Focus will be on the button
GANGNEUNG, SOUTH KOREA
They do things a little differently at the Olympics when it comes to determining which team gets the hammer in the first end.
In Canadian events and on the Grand Slam tour the draw-to-the-button competition to determine last rock is simpler. One player from each team shoots, both on the same side of the ice, and the team with the closest rock to the button gets hammer.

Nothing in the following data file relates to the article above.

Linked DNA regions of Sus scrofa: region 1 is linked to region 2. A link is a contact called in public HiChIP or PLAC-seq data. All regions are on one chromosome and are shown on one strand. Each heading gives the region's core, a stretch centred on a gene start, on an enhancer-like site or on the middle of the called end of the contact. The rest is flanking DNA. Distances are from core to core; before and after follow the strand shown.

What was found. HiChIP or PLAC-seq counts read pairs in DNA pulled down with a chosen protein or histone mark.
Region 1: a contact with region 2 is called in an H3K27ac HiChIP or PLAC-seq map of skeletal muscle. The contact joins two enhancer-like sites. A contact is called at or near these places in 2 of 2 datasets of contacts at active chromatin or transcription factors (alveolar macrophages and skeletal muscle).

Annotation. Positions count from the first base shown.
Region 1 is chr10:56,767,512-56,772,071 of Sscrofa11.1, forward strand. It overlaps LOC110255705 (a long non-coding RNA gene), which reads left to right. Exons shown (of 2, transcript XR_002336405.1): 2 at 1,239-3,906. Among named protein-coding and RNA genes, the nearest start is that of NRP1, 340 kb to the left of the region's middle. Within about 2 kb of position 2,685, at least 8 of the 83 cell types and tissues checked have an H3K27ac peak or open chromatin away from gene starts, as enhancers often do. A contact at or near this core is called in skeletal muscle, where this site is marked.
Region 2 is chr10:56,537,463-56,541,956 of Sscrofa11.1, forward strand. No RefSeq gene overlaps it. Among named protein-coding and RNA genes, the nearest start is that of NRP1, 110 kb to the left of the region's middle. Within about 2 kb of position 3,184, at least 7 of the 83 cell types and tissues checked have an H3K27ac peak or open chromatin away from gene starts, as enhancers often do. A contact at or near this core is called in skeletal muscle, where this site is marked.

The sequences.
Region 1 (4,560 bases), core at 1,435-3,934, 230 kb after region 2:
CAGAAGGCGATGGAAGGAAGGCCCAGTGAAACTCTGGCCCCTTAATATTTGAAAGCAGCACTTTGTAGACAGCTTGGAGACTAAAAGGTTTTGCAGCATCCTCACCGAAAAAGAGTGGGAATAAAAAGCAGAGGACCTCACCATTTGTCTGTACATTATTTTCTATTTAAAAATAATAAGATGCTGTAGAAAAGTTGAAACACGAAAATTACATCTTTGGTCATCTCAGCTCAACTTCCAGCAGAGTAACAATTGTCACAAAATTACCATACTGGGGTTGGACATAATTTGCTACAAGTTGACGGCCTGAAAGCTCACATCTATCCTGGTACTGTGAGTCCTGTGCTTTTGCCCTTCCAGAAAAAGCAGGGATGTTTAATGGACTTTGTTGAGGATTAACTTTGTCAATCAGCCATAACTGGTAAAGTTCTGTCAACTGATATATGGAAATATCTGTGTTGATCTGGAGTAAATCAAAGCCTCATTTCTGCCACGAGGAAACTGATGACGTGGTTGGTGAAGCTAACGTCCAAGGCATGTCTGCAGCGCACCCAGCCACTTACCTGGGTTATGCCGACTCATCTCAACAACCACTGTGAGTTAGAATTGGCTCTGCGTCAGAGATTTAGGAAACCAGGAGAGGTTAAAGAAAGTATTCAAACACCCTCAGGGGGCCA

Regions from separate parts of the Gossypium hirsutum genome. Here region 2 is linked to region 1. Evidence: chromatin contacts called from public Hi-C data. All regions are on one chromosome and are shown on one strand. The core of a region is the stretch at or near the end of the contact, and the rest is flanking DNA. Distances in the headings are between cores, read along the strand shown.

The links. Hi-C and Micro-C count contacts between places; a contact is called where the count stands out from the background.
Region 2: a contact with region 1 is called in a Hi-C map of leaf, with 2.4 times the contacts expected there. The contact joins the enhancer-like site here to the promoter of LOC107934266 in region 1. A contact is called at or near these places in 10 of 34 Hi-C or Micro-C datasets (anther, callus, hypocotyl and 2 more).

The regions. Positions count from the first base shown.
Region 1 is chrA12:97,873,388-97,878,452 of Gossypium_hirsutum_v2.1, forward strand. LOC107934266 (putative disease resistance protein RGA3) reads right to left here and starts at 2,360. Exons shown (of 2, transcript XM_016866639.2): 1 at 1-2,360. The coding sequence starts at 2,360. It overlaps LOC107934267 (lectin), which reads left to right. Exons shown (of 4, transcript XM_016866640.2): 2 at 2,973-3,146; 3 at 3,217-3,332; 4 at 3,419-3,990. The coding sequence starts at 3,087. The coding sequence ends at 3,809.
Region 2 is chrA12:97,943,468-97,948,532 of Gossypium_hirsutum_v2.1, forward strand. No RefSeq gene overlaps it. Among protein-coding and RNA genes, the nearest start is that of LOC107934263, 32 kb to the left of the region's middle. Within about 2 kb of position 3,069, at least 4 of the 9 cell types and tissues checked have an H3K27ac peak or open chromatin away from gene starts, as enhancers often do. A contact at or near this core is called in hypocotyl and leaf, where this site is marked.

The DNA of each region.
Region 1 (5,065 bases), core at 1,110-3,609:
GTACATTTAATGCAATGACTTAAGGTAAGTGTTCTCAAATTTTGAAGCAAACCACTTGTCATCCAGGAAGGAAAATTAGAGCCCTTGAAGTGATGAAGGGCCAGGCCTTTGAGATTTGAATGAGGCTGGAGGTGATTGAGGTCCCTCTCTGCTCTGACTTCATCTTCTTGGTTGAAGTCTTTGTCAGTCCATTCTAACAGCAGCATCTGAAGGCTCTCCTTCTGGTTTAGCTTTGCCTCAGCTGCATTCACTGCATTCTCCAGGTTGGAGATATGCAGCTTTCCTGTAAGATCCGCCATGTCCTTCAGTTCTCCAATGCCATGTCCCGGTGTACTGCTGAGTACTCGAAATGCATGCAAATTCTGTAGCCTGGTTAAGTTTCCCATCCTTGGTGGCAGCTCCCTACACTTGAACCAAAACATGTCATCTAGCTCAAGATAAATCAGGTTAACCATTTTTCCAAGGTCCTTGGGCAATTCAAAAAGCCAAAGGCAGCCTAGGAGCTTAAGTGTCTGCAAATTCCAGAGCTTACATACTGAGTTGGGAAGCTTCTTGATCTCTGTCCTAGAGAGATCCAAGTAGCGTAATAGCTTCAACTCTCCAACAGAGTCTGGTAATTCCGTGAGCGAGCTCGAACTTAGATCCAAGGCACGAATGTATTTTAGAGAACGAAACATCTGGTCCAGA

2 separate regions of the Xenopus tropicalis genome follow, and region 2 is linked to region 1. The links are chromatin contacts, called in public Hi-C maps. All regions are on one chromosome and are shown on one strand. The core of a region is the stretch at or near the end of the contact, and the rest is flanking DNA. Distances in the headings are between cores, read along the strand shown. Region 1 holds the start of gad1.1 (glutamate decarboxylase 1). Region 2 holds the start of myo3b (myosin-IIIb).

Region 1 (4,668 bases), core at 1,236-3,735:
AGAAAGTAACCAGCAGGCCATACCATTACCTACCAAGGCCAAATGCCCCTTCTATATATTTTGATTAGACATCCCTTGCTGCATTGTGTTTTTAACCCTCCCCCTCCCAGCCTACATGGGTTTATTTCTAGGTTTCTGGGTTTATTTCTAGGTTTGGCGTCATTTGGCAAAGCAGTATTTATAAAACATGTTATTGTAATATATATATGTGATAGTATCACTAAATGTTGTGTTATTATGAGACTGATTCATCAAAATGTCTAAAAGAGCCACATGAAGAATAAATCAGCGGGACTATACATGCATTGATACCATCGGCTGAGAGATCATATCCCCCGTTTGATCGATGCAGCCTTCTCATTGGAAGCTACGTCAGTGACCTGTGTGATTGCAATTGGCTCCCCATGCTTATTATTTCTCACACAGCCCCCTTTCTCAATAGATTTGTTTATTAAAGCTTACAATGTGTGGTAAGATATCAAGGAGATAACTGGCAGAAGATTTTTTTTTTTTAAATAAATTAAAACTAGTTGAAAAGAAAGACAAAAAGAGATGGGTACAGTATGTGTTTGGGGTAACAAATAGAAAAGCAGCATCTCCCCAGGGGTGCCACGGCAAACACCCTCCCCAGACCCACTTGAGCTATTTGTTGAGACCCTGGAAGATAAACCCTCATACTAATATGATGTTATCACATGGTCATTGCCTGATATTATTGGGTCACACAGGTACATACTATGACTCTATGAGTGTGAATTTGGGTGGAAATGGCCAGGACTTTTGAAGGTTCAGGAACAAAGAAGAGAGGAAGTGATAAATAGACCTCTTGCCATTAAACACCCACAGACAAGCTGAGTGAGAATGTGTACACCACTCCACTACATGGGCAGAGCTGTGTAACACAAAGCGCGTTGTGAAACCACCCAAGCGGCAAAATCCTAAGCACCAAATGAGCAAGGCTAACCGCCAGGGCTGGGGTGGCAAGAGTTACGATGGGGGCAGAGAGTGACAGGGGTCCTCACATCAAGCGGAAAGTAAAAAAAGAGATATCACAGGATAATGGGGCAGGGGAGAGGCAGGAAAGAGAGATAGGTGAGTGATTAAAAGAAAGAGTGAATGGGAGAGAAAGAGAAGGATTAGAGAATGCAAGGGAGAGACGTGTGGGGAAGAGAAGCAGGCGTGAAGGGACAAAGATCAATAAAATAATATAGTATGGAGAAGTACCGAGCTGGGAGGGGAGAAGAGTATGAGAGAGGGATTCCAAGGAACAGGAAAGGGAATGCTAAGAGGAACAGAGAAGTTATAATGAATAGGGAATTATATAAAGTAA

The distances are also measured cumulatively and can come into play for breaking ties at the end of the round robin.
At this event, two players from each team throw draws, one clockwise and one counter-clockwise.
“You really have double the draws to the button,” says Canadian skip Kevin Koe. “It’s the two rocks combined vs. the other team’s two rocks combined.
“That’s something we never do back home, but we did have to do at the worlds in Switzerland a couple of years ago.
“We’re pretty good at the draw to the button and I think it works in our favour now that you have to have two people doing it and they both count.”